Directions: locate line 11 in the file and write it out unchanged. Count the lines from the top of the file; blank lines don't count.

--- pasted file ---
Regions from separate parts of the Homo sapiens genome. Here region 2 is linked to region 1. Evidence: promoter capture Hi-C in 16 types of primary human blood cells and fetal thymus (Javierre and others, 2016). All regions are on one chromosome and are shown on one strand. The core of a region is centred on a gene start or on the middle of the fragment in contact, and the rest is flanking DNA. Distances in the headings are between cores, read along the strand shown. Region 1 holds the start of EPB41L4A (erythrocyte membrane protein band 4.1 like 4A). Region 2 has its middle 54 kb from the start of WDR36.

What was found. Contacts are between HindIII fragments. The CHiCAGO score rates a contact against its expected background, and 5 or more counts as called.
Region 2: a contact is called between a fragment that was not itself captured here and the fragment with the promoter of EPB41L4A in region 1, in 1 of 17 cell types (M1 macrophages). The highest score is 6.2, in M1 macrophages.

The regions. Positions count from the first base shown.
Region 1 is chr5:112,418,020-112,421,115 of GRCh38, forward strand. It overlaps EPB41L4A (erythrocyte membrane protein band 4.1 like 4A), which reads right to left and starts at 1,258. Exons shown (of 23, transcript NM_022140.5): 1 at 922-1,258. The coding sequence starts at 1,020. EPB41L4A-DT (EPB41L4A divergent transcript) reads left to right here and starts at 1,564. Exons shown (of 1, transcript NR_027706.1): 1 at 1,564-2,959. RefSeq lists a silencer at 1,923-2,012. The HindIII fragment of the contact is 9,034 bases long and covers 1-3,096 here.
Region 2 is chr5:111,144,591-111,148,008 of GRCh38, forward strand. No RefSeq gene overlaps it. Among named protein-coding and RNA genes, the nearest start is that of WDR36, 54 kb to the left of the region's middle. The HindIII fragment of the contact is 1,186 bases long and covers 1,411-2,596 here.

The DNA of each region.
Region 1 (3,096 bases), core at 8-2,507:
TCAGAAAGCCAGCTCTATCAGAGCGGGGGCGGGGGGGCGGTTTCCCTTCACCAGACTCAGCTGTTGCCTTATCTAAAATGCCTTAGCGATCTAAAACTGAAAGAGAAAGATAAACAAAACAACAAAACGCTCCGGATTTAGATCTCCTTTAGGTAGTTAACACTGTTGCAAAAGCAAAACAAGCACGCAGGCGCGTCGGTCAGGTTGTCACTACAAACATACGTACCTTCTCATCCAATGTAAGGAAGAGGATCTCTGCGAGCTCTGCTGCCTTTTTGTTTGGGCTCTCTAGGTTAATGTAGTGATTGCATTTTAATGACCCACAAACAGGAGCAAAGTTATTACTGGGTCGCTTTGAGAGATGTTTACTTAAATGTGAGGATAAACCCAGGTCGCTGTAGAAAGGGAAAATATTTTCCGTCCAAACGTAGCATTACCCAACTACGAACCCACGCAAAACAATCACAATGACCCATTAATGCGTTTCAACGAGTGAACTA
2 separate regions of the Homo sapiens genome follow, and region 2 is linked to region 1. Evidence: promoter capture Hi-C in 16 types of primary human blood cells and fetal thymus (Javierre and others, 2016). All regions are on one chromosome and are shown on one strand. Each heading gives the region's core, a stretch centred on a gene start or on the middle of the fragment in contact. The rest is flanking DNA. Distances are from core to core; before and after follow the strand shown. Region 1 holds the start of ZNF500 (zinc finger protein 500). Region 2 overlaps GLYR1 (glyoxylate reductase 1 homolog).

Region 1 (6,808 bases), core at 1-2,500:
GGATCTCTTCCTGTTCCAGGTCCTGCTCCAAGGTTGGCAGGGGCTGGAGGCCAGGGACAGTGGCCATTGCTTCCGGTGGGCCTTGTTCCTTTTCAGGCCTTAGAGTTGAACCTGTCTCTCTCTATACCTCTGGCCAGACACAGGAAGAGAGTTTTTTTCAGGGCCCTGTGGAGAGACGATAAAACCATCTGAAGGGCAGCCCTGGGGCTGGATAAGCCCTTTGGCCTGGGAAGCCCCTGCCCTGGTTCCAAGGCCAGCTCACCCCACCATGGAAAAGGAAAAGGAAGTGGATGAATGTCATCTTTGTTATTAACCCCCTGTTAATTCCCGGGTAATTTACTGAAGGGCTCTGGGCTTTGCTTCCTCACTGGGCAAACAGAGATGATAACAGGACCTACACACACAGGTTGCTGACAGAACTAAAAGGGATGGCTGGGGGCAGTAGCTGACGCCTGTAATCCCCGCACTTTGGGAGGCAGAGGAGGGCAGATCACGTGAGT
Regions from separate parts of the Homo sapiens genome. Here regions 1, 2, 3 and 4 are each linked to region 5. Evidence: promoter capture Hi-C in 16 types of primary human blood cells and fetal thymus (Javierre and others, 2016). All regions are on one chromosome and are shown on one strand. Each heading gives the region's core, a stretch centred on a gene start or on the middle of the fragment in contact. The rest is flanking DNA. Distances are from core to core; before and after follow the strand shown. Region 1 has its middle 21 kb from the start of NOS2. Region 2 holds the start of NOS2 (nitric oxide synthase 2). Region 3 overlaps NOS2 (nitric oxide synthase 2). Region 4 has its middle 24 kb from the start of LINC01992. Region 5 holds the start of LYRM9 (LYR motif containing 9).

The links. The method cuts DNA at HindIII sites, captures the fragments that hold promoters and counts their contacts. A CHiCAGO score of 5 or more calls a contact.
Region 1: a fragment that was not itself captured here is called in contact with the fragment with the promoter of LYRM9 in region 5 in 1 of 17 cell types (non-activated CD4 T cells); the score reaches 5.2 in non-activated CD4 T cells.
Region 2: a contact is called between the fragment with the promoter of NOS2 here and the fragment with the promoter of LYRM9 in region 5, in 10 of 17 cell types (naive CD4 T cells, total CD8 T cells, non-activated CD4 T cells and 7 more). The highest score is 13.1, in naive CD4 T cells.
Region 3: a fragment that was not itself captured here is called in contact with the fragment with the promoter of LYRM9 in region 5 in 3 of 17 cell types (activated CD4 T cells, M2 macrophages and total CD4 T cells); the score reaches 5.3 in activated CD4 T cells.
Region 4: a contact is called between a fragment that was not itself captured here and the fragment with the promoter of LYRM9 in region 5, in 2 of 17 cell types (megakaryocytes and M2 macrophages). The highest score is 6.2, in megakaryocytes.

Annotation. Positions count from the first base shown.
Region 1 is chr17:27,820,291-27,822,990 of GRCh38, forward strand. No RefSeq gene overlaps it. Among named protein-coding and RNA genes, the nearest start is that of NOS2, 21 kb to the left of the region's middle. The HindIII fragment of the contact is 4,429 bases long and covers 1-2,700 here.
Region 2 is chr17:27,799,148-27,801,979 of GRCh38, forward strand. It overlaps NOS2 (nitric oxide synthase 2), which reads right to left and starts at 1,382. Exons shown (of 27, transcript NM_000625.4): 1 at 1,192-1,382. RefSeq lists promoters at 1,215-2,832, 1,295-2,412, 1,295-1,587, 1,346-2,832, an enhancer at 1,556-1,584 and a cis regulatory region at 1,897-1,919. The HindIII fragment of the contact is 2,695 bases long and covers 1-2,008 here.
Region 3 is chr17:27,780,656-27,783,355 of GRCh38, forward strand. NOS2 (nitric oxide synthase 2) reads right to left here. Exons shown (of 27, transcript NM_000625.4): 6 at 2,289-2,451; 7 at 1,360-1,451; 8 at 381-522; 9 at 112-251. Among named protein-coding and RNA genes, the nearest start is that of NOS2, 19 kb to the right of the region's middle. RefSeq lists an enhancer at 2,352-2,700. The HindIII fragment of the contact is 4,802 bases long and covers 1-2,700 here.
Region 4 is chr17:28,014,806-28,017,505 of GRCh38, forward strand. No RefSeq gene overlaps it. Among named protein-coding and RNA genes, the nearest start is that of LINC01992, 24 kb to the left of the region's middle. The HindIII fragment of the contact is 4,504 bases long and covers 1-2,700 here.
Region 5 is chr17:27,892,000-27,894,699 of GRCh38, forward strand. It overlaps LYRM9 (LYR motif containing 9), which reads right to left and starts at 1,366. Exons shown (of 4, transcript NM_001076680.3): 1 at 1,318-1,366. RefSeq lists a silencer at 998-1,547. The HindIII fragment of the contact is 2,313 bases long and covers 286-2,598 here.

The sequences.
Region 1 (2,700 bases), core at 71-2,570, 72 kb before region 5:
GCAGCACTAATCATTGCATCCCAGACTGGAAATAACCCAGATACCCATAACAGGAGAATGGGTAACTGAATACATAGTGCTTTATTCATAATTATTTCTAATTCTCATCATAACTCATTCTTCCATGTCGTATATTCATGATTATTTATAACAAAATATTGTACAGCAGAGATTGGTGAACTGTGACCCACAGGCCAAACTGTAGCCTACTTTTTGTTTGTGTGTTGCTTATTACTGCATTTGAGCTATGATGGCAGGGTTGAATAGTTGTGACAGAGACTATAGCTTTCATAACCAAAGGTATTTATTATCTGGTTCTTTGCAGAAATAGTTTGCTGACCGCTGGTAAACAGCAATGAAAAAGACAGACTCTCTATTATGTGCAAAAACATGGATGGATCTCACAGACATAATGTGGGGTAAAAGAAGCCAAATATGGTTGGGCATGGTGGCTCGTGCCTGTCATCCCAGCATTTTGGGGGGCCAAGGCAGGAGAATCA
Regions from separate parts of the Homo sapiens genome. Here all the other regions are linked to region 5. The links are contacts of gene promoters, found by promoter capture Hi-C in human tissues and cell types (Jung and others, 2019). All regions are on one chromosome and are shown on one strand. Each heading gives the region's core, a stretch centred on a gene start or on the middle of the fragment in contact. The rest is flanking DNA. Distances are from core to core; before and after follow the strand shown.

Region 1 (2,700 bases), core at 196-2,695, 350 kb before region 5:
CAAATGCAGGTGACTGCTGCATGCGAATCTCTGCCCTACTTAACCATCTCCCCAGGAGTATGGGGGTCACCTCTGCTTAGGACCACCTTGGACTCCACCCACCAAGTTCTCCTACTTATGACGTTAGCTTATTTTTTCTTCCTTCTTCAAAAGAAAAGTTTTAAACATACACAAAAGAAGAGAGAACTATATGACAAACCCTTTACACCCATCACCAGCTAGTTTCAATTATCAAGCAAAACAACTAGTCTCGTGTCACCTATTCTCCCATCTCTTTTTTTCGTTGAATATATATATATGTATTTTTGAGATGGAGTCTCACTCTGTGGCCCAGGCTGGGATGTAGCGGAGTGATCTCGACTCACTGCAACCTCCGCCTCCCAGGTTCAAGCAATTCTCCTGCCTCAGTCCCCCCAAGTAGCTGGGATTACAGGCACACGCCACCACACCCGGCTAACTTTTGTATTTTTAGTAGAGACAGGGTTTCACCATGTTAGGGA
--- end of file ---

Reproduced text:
Region 1 (6,808 bases), core at 1-2,500: